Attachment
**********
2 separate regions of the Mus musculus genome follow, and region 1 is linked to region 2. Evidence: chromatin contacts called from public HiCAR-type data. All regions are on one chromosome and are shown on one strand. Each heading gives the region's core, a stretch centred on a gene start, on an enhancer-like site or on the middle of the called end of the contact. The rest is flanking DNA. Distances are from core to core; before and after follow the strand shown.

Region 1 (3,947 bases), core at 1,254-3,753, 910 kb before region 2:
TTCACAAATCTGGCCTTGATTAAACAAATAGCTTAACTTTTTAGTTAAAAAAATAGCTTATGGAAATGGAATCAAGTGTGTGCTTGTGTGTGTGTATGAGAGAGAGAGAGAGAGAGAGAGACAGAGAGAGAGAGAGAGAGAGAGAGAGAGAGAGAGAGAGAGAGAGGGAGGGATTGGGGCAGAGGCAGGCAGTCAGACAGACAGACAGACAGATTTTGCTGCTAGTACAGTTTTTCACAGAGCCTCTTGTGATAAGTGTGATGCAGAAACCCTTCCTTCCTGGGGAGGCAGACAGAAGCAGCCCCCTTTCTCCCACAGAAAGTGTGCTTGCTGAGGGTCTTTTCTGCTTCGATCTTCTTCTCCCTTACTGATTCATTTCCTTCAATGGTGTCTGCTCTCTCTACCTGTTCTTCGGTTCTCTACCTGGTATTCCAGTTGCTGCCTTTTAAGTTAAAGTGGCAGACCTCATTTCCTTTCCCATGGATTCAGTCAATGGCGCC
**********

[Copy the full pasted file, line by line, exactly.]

2 separate regions of the Mus musculus genome follow, and region 1 is linked to region 2. Evidence: chromatin contacts called from public HiCAR-type data. All regions are on one chromosome and are shown on one strand. Each heading gives the region's core, a stretch centred on a gene start, on an enhancer-like site or on the middle of the called end of the contact. The rest is flanking DNA. Distances are from core to core; before and after follow the strand shown.

Region 1 (3,947 bases), core at 1,254-3,753, 910 kb before region 2:
TTCACAAATCTGGCCTTGATTAAACAAATAGCTTAACTTTTTAGTTAAAAAAATAGCTTATGGAAATGGAATCAAGTGTGTGCTTGTGTGTGTGTATGAGAGAGAGAGAGAGAGAGAGAGACAGAGAGAGAGAGAGAGAGAGAGAGAGAGAGAGAGAGAGAGAGAGGGAGGGATTGGGGCAGAGGCAGGCAGTCAGACAGACAGACAGACAGATTTTGCTGCTAGTACAGTTTTTCACAGAGCCTCTTGTGATAAGTGTGATGCAGAAACCCTTCCTTCCTGGGGAGGCAGACAGAAGCAGCCCCCTTTCTCCCACAGAAAGTGTGCTTGCTGAGGGTCTTTTCTGCTTCGATCTTCTTCTCCCTTACTGATTCATTTCCTTCAATGGTGTCTGCTCTCTCTACCTGTTCTTCGGTTCTCTACCTGGTATTCCAGTTGCTGCCTTTTAAGTTAAAGTGGCAGACCTCATTTCCTTTCCCATGGATTCAGTCAATGGCGCC